Despite its supreme importance and the threat of its rapid disappearance, biodiversity remains poorly understood, both empirically and theoretically. To tackle this issue, the ecologist Stephen Hubbell in 2001 proposed a radically new and neutral approach to community ecology in order to explain the origin, maintenance and loss of biodiversity. Community ecology (also called biogeography or macroecology) is the discipline aimed at explaining the distribution, abundance, and diversity of species. With Hubbell's theory, this discipline has, for a few years, experienced a revolution (in the Kuhnian sense), though it is too early to evaluate the consequences of this paradigm shift for ecology. However, it is timely to conduct an epistemological inquiry into this new theory in order to clarify some points. After a presentation of the theory's main hypothesis and results, I will concentrate on the theory itself and ist methodology. What does "neutrality" mean? How is this theory linked with traditional neutral theories, particularly in physics and in population genetics? One of the features of this theory deserves more attention. Indeed, according to Hubbell's work, with an appropriate parameter estimation, this theory fits surprisingly well a great number of empirical curves of species diversity and abundance. However, Hubbell himself confesses that some of the hypotheses behind the neutral theory are non-realistic, or at least not supported by actual empirical data. How can one explain this epistemological paradox of a "false" model, supported by very simple assumptions, which fits empirical curves resulting from a very complex web of interactions so well? What does it mean for our traditional conception of ecological processes and entities? Finally, I will focus on the question of unification of disciplines in ecology and evolution. Indeed, Hubbell named his theory the "UNIFIED Neutral Theory of Biogeography" to emphasize the fact that it could lead to new approaches in the evolutionary dynamics of biodiversity, including phylogenetic tree constructions and speciation events. Yet, is integration possible and reasonable in ecology? I will raise some skeptical arguments about this issue.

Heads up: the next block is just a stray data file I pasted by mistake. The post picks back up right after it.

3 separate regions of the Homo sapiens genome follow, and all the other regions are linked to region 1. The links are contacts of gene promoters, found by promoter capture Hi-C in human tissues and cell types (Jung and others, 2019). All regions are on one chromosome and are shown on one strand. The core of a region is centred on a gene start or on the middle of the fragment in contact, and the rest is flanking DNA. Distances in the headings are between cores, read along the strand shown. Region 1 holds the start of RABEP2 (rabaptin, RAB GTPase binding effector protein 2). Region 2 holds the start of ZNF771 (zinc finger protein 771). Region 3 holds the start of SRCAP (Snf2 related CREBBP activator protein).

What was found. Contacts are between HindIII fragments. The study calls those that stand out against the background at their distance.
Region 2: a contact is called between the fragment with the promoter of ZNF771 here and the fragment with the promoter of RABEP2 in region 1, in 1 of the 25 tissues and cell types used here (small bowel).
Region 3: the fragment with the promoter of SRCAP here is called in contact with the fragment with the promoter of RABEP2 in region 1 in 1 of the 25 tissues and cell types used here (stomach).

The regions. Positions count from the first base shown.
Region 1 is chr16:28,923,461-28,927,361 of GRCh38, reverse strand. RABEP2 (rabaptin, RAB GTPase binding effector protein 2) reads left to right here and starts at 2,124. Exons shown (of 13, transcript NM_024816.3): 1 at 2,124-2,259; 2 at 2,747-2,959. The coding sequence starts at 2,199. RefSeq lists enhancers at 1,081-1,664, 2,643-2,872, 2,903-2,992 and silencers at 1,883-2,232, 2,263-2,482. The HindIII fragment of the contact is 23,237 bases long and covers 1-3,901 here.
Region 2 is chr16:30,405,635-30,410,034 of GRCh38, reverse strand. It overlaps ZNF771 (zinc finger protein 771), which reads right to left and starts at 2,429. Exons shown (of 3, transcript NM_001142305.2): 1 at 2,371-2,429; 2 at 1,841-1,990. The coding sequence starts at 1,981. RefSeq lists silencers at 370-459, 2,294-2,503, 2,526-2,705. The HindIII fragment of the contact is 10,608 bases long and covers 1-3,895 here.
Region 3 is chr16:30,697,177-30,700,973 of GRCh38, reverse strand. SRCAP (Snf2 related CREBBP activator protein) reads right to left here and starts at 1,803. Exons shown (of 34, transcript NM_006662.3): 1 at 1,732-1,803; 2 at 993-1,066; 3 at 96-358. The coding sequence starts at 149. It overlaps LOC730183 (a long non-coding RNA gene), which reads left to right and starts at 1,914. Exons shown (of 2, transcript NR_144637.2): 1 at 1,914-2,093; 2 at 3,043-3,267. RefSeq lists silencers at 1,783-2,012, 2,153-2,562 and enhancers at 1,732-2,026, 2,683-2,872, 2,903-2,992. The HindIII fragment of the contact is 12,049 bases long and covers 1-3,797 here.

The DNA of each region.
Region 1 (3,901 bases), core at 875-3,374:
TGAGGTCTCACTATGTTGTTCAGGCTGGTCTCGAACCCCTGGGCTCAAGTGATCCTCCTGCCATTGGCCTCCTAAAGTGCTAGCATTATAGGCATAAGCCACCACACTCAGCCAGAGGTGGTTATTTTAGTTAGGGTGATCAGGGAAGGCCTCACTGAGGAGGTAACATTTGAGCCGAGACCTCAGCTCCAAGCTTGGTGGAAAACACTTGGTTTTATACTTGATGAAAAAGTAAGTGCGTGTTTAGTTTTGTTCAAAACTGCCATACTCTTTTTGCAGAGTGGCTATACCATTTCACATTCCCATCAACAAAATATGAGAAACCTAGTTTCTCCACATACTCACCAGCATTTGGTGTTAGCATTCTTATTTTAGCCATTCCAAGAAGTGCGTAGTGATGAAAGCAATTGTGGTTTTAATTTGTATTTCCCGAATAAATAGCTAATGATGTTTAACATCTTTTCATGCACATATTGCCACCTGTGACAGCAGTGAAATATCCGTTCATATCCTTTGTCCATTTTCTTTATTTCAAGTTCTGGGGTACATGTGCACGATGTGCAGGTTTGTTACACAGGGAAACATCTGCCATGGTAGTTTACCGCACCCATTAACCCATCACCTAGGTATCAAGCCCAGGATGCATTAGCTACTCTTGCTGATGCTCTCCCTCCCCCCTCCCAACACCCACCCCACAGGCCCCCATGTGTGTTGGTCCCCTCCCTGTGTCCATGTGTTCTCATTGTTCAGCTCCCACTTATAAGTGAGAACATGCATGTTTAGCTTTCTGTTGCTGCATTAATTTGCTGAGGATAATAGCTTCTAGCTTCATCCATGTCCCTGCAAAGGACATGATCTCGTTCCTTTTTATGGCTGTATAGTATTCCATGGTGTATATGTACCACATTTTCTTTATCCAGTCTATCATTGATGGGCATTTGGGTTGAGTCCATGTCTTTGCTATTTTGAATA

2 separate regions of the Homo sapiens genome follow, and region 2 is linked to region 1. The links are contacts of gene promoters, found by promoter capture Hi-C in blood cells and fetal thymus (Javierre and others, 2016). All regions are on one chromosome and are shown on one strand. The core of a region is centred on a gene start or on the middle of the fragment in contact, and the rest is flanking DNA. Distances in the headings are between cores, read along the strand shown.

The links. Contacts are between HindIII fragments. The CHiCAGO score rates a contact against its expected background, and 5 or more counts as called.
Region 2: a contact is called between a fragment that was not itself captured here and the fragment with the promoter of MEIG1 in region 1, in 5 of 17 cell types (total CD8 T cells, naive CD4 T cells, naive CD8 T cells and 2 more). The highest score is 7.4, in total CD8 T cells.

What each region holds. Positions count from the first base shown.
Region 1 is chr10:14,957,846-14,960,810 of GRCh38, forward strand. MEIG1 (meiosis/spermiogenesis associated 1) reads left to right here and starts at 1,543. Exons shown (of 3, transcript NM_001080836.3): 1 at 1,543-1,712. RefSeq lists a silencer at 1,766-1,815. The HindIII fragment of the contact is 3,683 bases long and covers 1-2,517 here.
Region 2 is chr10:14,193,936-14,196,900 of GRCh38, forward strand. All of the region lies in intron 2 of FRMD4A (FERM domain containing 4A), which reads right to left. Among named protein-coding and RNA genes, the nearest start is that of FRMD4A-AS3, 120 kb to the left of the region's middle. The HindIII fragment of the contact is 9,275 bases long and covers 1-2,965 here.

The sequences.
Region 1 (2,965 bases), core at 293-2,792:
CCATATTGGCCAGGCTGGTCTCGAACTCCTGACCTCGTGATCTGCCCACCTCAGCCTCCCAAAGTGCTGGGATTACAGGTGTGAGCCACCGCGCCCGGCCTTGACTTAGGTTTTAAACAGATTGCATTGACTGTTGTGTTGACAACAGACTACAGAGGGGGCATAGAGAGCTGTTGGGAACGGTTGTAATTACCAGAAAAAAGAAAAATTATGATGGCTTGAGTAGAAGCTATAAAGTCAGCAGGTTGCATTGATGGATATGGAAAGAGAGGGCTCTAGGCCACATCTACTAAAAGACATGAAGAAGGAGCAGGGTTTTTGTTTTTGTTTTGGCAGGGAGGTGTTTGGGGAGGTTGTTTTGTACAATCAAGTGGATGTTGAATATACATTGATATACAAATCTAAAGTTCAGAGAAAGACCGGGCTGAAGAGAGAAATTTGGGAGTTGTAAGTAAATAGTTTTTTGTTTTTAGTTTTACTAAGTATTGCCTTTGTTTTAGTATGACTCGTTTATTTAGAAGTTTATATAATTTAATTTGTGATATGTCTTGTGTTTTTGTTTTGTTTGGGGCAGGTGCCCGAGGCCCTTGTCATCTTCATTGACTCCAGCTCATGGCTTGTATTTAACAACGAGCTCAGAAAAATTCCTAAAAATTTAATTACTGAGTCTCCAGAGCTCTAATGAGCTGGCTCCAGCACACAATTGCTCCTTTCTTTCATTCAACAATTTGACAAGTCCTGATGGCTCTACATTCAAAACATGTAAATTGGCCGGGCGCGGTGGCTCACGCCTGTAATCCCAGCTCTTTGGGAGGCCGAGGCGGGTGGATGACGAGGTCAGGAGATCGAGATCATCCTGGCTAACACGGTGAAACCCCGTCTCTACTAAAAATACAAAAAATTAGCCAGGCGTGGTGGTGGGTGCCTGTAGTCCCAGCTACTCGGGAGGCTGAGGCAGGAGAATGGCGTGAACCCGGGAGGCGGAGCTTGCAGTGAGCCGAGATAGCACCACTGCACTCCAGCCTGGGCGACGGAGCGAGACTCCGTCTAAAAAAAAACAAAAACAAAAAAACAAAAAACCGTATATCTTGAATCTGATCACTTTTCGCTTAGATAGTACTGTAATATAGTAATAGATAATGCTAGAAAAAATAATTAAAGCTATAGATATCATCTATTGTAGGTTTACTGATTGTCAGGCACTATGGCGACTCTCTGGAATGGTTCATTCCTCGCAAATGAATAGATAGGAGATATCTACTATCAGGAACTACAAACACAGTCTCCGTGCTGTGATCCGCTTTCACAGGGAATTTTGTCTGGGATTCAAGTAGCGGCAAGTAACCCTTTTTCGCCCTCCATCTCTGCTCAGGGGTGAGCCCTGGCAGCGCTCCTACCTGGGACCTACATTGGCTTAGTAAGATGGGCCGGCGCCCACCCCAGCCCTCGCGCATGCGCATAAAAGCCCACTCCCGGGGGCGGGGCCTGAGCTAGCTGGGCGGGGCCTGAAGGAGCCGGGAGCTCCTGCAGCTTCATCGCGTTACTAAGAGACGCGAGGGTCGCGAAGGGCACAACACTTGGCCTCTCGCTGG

Julien Delord (b. 1975) graduated in 1998 from the leading engineering university for life sciences in Paris (INA PG) with a MSc in Ecology. He then studied the History and Philosophy of Science at the University of Paris-Sorbonne and completed a PhD on the History and Philosophy of Ecology entitled, "The Extinction of Species: Historical and Ethical Issues of an Ecological Concept." Since 2003 he has been lecturing at different French universities in the history of science and has participated in the organization of an international conference on Biodiversity at the UNESCO in 2005. His main research interest lies in the history and epistemology of ecology and in environmental ethics. In 2004, he was awarded the second prize for young researchers of the French Biodiversity Institute.